Check It Out: Be Careful Who Speaks Into Your Life

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Today’s Check It Out post links back to one of my early posts, but one whose content I have been pondering a little extra the past week or so. I hope you enjoy it: http://www.threequestionleadership.com/2017/03/02/be-careful-who-speaks-into-your-life/ 

 

Tips from the Bunk: Listen to Those Around You

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I have one simple rule for surviving camp. It’s a personal rule, and not one that I share. It does not affect other people. It does not make me a better leader. Quite the contrary: it’s a survival tip.

So, here’s my survival tip for camp: use the same shower each day and learn which way the knobs turn. Simple enough?

Years ago, early on in my camp ministry, I learned the painful lesson that the hot water doesn’t always turn the same way to shut off. Simply put, I changed showers one day and instead of turning off hot and cold, I turned the cold water off and cranked up the hot, resulting in a scalding.

Last week, my survival tip got put to the test as I took two lukewarm (read: cold) showers, thinking the hot water would kick in eventually. It never did. Until, the teenage boy who was helping me at camp cracked the code: the other knob turned on the hot water. I was convinced hot water was going to flow by turning the cold knob.

I am so grateful for the boy who figured that out, communicated it to me, and blessed my week as a result.

So what’s the leadership lesson? Sometimes, those with less experience have fewer assumptions of superior intelligence.

Here’s a teenage boy who has a fraction of the camp experience I’ve built up over my lifetime, and he had the audacity to try something I had not tried yet. His lack of life experience cannot stand up against my infinite wisdom, right? After all, I have survival tips I live by at camp. He doesn’t have that, so he cannot possibly be as wise as me.

As a leader, fight the temptation to think you have it all figured out, and as long as you stick with your process, it is bound to work. Instead, learn to listen to and trust those around you, especially those who are younger than you.

In the church realm, this may mean including others while re-evaluating a program or event. Other people will look at certain elements through a different lens, and you just might learn something from it along the way.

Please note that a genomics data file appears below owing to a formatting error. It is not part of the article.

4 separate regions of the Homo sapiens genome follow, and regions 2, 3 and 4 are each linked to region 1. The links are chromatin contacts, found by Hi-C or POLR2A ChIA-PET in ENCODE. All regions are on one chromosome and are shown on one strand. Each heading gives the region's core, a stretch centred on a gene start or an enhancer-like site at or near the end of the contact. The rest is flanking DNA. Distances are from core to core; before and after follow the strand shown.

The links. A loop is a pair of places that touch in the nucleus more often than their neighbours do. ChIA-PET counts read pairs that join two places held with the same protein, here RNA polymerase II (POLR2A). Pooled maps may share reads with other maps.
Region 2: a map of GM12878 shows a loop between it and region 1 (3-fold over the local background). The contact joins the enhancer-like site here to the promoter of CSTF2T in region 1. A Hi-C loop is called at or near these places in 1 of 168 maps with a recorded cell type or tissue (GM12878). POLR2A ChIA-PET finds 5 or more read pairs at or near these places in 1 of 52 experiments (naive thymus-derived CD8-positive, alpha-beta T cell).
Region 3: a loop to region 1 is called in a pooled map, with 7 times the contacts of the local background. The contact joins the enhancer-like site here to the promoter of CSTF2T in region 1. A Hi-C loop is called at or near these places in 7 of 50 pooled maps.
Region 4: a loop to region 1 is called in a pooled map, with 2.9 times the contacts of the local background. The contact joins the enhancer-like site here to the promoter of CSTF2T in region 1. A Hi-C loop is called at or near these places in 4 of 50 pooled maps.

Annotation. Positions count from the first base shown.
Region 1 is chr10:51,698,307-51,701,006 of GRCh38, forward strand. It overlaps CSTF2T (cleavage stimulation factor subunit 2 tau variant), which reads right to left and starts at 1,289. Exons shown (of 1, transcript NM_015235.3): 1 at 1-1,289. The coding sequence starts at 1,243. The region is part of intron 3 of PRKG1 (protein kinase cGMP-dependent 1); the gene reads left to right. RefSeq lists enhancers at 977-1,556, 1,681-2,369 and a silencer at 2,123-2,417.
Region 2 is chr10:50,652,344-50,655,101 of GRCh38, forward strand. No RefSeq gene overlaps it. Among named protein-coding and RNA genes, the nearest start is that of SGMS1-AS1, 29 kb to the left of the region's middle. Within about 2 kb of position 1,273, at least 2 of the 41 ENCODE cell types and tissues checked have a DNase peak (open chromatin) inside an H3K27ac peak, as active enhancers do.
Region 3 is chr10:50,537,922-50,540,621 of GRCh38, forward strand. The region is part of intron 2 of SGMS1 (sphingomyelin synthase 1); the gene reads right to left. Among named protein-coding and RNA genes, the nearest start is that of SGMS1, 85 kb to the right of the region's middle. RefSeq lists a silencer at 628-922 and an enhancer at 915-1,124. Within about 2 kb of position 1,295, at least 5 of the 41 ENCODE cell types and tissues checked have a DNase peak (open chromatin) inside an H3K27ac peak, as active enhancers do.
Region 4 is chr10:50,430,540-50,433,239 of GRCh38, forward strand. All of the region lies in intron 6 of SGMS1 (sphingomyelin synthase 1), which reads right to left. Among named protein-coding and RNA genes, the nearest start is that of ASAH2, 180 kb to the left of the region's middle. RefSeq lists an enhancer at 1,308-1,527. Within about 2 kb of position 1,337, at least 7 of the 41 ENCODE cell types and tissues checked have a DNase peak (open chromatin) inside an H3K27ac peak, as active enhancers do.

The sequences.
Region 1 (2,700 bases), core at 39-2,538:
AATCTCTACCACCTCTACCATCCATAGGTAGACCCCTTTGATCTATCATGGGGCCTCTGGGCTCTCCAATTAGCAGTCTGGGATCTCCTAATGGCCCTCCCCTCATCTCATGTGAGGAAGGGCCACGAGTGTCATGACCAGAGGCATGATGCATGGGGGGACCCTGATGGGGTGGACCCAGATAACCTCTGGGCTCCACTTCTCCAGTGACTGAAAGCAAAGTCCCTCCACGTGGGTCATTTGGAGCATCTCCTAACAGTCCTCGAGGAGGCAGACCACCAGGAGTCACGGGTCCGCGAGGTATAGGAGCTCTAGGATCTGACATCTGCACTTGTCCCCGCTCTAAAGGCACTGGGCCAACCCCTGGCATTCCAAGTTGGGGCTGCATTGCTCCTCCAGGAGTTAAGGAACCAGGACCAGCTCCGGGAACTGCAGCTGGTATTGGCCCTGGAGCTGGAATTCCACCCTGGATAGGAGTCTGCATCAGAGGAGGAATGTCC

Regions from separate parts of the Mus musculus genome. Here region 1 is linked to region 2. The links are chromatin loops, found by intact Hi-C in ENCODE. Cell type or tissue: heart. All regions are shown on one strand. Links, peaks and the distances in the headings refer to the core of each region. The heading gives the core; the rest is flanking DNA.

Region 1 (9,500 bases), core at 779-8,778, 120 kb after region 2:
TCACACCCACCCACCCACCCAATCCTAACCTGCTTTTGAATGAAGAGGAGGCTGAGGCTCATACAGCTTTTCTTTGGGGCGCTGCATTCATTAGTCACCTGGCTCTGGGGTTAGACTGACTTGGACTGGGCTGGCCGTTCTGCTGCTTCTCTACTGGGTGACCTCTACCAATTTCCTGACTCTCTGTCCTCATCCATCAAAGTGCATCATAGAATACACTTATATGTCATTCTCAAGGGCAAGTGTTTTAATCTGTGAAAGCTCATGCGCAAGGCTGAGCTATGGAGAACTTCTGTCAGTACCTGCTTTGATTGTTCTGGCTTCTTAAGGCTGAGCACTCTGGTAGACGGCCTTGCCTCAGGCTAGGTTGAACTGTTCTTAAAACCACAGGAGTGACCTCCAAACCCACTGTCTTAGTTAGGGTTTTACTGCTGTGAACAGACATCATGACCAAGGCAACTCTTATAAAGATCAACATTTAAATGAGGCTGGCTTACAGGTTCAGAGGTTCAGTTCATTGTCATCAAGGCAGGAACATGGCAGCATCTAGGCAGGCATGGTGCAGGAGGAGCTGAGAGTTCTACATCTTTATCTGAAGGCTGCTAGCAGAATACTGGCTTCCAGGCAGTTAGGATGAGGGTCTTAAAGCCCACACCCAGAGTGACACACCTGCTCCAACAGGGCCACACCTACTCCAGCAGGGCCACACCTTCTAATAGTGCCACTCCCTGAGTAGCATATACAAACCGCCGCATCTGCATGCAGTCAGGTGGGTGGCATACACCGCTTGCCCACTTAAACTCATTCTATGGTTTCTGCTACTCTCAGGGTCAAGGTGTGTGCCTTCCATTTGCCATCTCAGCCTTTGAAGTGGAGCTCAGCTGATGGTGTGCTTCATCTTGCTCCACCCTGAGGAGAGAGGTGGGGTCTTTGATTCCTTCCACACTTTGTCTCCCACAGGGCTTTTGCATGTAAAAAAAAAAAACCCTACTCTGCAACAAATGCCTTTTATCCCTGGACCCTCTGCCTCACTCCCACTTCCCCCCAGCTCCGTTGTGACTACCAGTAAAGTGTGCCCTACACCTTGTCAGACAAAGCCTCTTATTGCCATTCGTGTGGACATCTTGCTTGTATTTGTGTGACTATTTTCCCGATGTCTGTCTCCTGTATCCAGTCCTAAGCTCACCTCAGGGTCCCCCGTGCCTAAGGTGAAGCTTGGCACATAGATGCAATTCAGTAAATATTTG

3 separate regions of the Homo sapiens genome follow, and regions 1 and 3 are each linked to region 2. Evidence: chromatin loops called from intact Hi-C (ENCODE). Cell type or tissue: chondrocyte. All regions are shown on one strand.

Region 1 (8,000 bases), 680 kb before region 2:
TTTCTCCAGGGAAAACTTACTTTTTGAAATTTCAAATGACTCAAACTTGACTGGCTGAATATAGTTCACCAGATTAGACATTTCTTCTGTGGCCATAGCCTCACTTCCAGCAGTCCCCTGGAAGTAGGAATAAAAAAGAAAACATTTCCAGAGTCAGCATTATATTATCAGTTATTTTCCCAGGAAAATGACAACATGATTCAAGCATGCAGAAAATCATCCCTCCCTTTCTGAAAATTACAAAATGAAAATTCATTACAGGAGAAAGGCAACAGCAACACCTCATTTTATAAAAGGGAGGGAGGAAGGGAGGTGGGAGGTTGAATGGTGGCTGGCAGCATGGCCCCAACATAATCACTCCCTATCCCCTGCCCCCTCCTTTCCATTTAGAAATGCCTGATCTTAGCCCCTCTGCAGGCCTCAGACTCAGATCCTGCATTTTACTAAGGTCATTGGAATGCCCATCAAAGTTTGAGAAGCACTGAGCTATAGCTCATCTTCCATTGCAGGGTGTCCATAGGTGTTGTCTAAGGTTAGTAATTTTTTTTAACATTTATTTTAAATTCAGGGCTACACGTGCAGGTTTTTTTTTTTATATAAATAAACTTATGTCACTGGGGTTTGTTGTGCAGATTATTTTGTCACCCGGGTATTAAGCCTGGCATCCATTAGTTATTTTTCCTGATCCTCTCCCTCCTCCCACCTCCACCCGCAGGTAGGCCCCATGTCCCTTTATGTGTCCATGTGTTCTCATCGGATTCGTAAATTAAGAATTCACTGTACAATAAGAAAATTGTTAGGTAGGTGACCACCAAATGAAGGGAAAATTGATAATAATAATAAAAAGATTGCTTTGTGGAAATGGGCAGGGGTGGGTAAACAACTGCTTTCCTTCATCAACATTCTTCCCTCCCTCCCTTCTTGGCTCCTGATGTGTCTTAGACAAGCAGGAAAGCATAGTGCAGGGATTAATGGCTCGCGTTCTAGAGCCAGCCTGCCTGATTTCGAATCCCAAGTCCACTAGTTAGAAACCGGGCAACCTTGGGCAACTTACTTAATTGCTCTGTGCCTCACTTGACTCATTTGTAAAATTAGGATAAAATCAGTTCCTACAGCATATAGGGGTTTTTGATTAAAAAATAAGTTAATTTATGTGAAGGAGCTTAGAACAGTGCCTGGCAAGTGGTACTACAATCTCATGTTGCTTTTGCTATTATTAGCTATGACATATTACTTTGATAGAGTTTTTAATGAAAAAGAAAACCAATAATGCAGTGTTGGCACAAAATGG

Arrogance chokes the life out of creativity. Thinking you have every answer negates your long-haul influence.

Who knows, maybe one day you’ll have someone help you learn you don’t have to take a cold shower.

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Here We Go Again

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I am once again leading a leadership track at camp this week. I love having the opportunity to pour into students and connect with other youth workers.

So much of what I’m sharing with the students this week comes from ideas I have written about already, but some are lessons I’ve learned along the way that haven’t made an appearance here yet.

Last night, I shared a simple thought: Leaders Learn.

There are a few sides to this thought. First, in order to learn, it helps for a leader to discover things about herself. This may mean discovering gifts, strengths, abilities, passions, or any number of positive attribute. But part of discovery also bleeds into the area of things we would not like to admit.

A leader who cannot find a weakness in himself need only ask those around him for a full report. We all have weaknesses, but we choose whether or not we are open to learning what they are.

So, are you, as a leader, taking time to learn things about yourself? When was the last time you took some time to evaluate?

Second, in order fulfill the Leaders Learn mantra, a leader needs to learn to be honest with himself. Honesty may be one of the most crucial and beneficial pieces of learning. If someone is unwilling to be honest, then everyone around him or her fails.